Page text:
I told Carolynn to kick me if I started to lose my temper during the trial because I knew that the helpless feeling would come.  I knew that my own anxiety might get in the way, if I allowed it and  I knew that if it did, I wouldn’t be fully present with the jurors and would be unable to really hear them.  How does any of this apply to jury selection?  The panel is in front of us, and prosecutor is up doing what he was taught and it is looking ugly for us right now.


[1] Rogers, C. R. (1980) A Way of Being. New York: Houghton Mifflin Company

[2] Nolte, J. (2008) The Psychodrama Papers. Connecticut: Encounter Publications

[3] National Psychodrama Training Center, http://nationalpsychodramatrainingcenter.com/?page_id=13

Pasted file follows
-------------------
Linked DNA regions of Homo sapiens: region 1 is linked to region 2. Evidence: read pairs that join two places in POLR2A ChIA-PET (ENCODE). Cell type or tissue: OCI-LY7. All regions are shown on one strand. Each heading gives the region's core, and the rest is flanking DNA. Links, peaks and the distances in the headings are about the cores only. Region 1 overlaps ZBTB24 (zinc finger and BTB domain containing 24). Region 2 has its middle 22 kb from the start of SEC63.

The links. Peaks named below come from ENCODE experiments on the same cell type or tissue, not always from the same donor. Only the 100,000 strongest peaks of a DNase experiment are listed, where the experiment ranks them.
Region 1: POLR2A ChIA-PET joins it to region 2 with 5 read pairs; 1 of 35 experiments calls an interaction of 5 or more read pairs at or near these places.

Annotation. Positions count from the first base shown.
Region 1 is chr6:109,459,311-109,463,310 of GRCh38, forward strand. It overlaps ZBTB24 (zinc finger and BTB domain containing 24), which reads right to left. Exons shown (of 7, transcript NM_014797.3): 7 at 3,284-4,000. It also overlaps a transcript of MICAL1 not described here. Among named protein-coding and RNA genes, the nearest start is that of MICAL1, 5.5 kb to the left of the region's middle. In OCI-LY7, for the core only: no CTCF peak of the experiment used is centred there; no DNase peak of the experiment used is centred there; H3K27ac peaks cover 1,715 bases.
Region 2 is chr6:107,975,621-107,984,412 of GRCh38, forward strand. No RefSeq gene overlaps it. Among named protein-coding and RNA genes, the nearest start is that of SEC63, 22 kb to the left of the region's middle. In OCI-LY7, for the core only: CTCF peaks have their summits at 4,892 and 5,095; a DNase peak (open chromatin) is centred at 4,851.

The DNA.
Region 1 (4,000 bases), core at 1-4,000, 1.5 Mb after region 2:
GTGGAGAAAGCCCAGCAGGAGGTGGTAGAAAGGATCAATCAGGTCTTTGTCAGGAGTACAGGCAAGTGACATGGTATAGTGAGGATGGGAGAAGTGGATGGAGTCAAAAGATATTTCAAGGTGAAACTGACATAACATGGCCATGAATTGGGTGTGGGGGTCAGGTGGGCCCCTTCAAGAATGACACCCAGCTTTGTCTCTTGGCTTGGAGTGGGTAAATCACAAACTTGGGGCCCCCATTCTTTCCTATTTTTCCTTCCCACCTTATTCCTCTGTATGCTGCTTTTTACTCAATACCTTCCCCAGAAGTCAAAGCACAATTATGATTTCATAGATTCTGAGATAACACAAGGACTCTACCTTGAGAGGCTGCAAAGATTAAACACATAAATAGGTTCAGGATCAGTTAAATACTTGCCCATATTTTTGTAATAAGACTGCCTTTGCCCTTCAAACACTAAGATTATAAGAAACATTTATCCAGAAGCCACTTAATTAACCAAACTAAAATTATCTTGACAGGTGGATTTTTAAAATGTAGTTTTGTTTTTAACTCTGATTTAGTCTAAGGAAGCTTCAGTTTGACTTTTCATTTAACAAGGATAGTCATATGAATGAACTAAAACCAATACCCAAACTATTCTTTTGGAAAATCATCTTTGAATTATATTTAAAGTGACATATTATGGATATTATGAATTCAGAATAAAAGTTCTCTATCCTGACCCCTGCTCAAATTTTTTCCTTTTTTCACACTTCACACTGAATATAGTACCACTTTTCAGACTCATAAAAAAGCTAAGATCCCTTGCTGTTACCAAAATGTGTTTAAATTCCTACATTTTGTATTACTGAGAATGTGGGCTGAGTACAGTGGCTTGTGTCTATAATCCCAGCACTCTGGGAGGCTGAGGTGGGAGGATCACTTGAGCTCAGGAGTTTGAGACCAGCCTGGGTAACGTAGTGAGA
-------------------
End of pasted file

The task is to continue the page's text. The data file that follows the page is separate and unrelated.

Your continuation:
Advertisements

Overcoming Tough Issues in Trial, a Series

December 21, 2011

Where should the lawyer begin?

People are asking questions like, “How did you overcome a .14 breath test?” I want to give them an answer, but I can’t do it quickly because it involves a combination of my life experiences. Many of which involve many other lawyers and friends along the journey or what Greg Westfall refers to as the “Process of Life”.